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Recycling plastic has been an uphill challenge. Could chemical recycling change that?

Plastic pollution is a global threat on our lands and seas. Since World War II, we have created over 9 billion cubic tons of it, yet its recycling remains extremely limited. As part of our "Breakthroughs" series, Miles O'Brien looks at new ideas and innovations, such as chemical recycling and urban mining, that may enable better recycling in the future.

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  • Judy Woodruff:

    Plastic pollution remains a global threat to our lands and seas. And since World War II, we have created over nine billion cubic tons of it.

    But the recycling of it remains limited.

    Miles O'Brien looks at new ideas and innovations that may enable better recycling in the future.

    It's part of our Breakthrough series.

  • Miles O’Brien:

    Imagine what it would be like to live without plastic.

  • Christie Twist, Engineer:

    Do you want to help us put the coffee grounds in the compost?

  • Miles O’Brien:

    Christie Twist is determined to make it a reality for her family, daughter Eva (ph) and husband Max Delferro.

  • Christie Twist:

    My ultimate goal is to not have a trash can or a recycling bin. That's my goal. I'm far from it, but that's what I want.

  • Miles O’Brien:

    An engineer by profession, she showed me how she has reengineered life at their Chicago home.

  • Christie Twist:

    I made this mask out of an old bed sheet that had a hole in it. I needed baking chocolate, so I chose chocolate wrapped in paper that I could compost, as opposed to chocolate in a plastic wrapper.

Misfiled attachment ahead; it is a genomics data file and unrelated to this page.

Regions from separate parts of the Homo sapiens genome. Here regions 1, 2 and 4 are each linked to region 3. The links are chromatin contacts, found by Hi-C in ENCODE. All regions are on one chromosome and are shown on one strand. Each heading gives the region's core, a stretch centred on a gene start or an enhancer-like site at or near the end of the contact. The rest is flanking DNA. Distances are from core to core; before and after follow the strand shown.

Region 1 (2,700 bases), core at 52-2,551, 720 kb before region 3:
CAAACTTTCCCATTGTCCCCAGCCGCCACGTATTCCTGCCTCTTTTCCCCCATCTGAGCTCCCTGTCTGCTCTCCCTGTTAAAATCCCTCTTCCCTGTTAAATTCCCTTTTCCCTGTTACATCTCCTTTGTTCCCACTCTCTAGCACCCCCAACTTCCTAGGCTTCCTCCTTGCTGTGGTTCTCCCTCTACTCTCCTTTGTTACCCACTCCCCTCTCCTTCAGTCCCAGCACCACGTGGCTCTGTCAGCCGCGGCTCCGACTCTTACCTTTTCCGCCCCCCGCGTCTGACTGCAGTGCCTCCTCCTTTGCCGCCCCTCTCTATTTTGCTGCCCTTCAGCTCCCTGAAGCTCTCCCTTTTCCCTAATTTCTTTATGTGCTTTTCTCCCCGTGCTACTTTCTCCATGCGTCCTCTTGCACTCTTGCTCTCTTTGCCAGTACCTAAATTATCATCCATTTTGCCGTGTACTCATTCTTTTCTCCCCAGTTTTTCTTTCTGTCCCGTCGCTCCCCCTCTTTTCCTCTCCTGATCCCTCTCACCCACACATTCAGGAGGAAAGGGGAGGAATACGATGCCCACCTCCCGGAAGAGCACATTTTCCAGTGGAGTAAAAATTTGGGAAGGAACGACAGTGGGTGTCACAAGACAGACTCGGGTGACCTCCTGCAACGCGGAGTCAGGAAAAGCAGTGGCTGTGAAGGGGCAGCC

So we have got a ton of bread, which comes in plastic, which is unfortunate. But, sometimes, I'm able to find it in paper. And if I'm ever able to find it in paper, I will always do that instead.

    We will make broth or save things in the freezer in glass jars.

  • Miles O’Brien:

    Christie uses an expensive private recycling service, because she knows municipal methods offer no assurance the plastic she uses will be recycled, especially since China stopped accepting and supposedly recycling our plastic trash a few years ago.

    Just sorting it all is a big challenge. At Pellitteri Waste Systems in Madison, Wisconsin, they use conveyors, gravity, air jets, magnets, eddy currents, robots, and humans to divide the contents of recycling bins. They separate, bail and sell 95 percent of the plastic that comes through here.

    But, according to the Environmental Protection Agency, less than 9 percent of all the plastics produced ever get recycled in the U.S. Drink bottles and milk jugs, labeled number one and number two, are most likely to be recycled. But the vast majority is eventually either landfilled or burned.

    Why? Well, plastics are varied and complex, and most cannot simply be melted down and reused.

    George Huber, University of Wisconsin: So, here's some of the virgin plastics that you can manufacture.

  • Miles O’Brien:

    George Huber is a professor of chemical engineering at the University of Wisconsin. He showed me just some of the hundreds of plastics on the market, all of them derived from crude oil or natural gas.

  • George Huber:

    So, right here, this is linear low-density polyethylene, LDPE. This is ultra-low-density polyethylene.

  • Miles O’Brien:

    Food packages frequently contain as many as 20 different layers of chemically distinct plastic formulations to maintain freshness, rigidity and imprint labels.

  • George Huber:

    You cannot recycle this. All of this right now will go to landfill. There's no technology that's used to recycle something this complicated today.

  • Miles O’Brien:

    And that's what you're working on here?

  • George Huber:

    And we are developing a technology to recycle this.

  • Miles O’Brien:

    He is looking for environmentally friendly solvents to chemically reduce plastics, or polymers, to their constituent chemicals, fossil fuel.

  • George Huber: